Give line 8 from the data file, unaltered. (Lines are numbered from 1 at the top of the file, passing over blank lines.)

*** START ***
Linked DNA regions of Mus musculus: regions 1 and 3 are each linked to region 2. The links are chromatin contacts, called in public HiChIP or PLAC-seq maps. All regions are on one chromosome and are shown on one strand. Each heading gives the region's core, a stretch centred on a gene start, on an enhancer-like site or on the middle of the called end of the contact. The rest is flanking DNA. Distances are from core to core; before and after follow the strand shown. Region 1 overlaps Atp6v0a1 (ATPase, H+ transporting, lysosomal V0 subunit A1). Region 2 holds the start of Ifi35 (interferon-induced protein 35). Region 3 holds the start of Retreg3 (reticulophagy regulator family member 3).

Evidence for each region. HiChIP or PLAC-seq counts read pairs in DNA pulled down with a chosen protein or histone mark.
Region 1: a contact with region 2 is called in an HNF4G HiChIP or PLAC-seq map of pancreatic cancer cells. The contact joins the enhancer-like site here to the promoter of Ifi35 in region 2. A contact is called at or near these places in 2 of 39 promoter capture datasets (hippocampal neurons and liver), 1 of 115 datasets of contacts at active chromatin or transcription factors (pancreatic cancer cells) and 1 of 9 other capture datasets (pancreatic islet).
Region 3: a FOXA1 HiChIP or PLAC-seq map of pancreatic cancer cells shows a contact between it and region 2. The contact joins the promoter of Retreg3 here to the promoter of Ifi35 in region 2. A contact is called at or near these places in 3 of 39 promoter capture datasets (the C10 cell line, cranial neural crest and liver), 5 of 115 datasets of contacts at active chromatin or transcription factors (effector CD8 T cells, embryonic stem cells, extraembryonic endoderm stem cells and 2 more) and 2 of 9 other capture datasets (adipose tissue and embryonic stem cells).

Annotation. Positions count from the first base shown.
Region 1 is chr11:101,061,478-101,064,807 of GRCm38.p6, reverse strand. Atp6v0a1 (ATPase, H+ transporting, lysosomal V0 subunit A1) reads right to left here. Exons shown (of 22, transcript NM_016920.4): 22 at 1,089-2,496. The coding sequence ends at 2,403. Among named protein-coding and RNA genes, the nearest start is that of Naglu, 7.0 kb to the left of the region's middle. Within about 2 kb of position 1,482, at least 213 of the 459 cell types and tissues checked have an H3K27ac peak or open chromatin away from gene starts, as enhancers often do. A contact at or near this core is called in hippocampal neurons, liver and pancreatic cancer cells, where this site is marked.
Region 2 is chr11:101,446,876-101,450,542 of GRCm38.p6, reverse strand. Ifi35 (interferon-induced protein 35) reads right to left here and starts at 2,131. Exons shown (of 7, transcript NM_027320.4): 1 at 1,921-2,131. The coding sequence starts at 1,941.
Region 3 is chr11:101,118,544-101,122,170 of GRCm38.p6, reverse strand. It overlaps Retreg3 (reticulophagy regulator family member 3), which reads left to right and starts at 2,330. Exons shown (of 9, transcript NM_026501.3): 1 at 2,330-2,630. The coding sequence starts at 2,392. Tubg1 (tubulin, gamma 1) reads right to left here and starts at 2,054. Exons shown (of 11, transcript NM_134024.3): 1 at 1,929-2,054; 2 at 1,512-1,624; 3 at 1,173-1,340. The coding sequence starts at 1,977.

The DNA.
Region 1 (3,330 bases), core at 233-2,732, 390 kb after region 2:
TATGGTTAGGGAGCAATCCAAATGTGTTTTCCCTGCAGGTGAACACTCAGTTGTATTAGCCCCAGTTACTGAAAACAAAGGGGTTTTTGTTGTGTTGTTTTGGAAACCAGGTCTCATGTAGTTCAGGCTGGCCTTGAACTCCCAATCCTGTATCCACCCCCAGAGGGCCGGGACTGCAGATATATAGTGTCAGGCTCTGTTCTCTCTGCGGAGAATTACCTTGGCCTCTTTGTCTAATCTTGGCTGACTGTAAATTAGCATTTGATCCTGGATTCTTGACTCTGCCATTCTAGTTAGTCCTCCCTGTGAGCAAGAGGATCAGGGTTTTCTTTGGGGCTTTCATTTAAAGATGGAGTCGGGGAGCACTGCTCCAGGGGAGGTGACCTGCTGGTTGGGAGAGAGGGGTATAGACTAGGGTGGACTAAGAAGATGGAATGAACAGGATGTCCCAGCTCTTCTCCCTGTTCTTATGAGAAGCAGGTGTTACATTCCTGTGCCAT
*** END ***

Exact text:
Region 3 is chr11:101,118,544-101,122,170 of GRCm38.p6, reverse strand. It overlaps Retreg3 (reticulophagy regulator family member 3), which reads left to right and starts at 2,330. Exons shown (of 9, transcript NM_026501.3): 1 at 2,330-2,630. The coding sequence starts at 2,392. Tubg1 (tubulin, gamma 1) reads right to left here and starts at 2,054. Exons shown (of 11, transcript NM_134024.3): 1 at 1,929-2,054; 2 at 1,512-1,624; 3 at 1,173-1,340. The coding sequence starts at 1,977.